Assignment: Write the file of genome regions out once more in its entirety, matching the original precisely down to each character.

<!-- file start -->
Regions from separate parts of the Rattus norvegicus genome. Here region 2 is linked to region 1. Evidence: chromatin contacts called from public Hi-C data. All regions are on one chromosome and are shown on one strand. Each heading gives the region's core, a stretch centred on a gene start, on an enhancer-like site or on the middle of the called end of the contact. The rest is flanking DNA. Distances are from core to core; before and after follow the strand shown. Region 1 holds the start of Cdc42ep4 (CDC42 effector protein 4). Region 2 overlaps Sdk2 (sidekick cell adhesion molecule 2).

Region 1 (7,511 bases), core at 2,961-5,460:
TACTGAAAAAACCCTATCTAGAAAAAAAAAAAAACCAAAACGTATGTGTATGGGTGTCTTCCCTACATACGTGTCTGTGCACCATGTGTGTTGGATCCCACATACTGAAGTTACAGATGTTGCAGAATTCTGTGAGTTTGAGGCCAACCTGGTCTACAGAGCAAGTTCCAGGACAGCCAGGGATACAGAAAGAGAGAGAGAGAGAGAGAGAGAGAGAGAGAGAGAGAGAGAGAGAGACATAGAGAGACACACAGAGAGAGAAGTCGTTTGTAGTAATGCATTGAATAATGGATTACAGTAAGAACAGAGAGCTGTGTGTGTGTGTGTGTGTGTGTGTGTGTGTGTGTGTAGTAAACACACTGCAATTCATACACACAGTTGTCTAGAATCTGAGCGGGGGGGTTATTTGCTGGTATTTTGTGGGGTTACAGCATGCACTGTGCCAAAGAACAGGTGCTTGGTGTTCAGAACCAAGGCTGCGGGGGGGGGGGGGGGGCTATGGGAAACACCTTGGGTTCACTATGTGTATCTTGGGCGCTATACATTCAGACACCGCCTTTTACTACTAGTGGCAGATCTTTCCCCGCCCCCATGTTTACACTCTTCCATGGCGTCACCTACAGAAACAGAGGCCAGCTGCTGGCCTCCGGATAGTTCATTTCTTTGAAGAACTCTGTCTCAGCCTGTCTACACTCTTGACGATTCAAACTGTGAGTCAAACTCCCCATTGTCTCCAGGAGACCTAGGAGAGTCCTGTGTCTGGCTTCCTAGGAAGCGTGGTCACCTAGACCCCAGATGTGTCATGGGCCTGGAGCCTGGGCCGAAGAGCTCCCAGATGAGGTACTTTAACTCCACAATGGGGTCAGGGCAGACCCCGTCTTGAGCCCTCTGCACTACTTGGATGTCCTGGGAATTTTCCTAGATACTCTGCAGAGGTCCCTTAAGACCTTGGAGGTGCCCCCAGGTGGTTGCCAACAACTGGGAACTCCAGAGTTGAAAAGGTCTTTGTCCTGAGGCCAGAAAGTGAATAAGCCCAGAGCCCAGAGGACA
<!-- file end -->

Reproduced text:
Regions from separate parts of the Rattus norvegicus genome. Here region 2 is linked to region 1. Evidence: chromatin contacts called from public Hi-C data. All regions are on one chromosome and are shown on one strand. Each heading gives the region's core, a stretch centred on a gene start, on an enhancer-like site or on the middle of the called end of the contact. The rest is flanking DNA. Distances are from core to core; before and after follow the strand shown. Region 1 holds the start of Cdc42ep4 (CDC42 effector protein 4). Region 2 overlaps Sdk2 (sidekick cell adhesion molecule 2).

Region 1 (7,511 bases), core at 2,961-5,460:
TACTGAAAAAACCCTATCTAGAAAAAAAAAAAAACCAAAACGTATGTGTATGGGTGTCTTCCCTACATACGTGTCTGTGCACCATGTGTGTTGGATCCCACATACTGAAGTTACAGATGTTGCAGAATTCTGTGAGTTTGAGGCCAACCTGGTCTACAGAGCAAGTTCCAGGACAGCCAGGGATACAGAAAGAGAGAGAGAGAGAGAGAGAGAGAGAGAGAGAGAGAGAGAGAGAGACATAGAGAGACACACAGAGAGAGAAGTCGTTTGTAGTAATGCATTGAATAATGGATTACAGTAAGAACAGAGAGCTGTGTGTGTGTGTGTGTGTGTGTGTGTGTGTGTGTGTAGTAAACACACTGCAATTCATACACACAGTTGTCTAGAATCTGAGCGGGGGGGTTATTTGCTGGTATTTTGTGGGGTTACAGCATGCACTGTGCCAAAGAACAGGTGCTTGGTGTTCAGAACCAAGGCTGCGGGGGGGGGGGGGGGGCTATGGGAAACACCTTGGGTTCACTATGTGTATCTTGGGCGCTATACATTCAGACACCGCCTTTTACTACTAGTGGCAGATCTTTCCCCGCCCCCATGTTTACACTCTTCCATGGCGTCACCTACAGAAACAGAGGCCAGCTGCTGGCCTCCGGATAGTTCATTTCTTTGAAGAACTCTGTCTCAGCCTGTCTACACTCTTGACGATTCAAACTGTGAGTCAAACTCCCCATTGTCTCCAGGAGACCTAGGAGAGTCCTGTGTCTGGCTTCCTAGGAAGCGTGGTCACCTAGACCCCAGATGTGTCATGGGCCTGGAGCCTGGGCCGAAGAGCTCCCAGATGAGGTACTTTAACTCCACAATGGGGTCAGGGCAGACCCCGTCTTGAGCCCTCTGCACTACTTGGATGTCCTGGGAATTTTCCTAGATACTCTGCAGAGGTCCCTTAAGACCTTGGAGGTGCCCCCAGGTGGTTGCCAACAACTGGGAACTCCAGAGTTGAAAAGGTCTTTGTCCTGAGGCCAGAAAGTGAATAAGCCCAGAGCCCAGAGGACA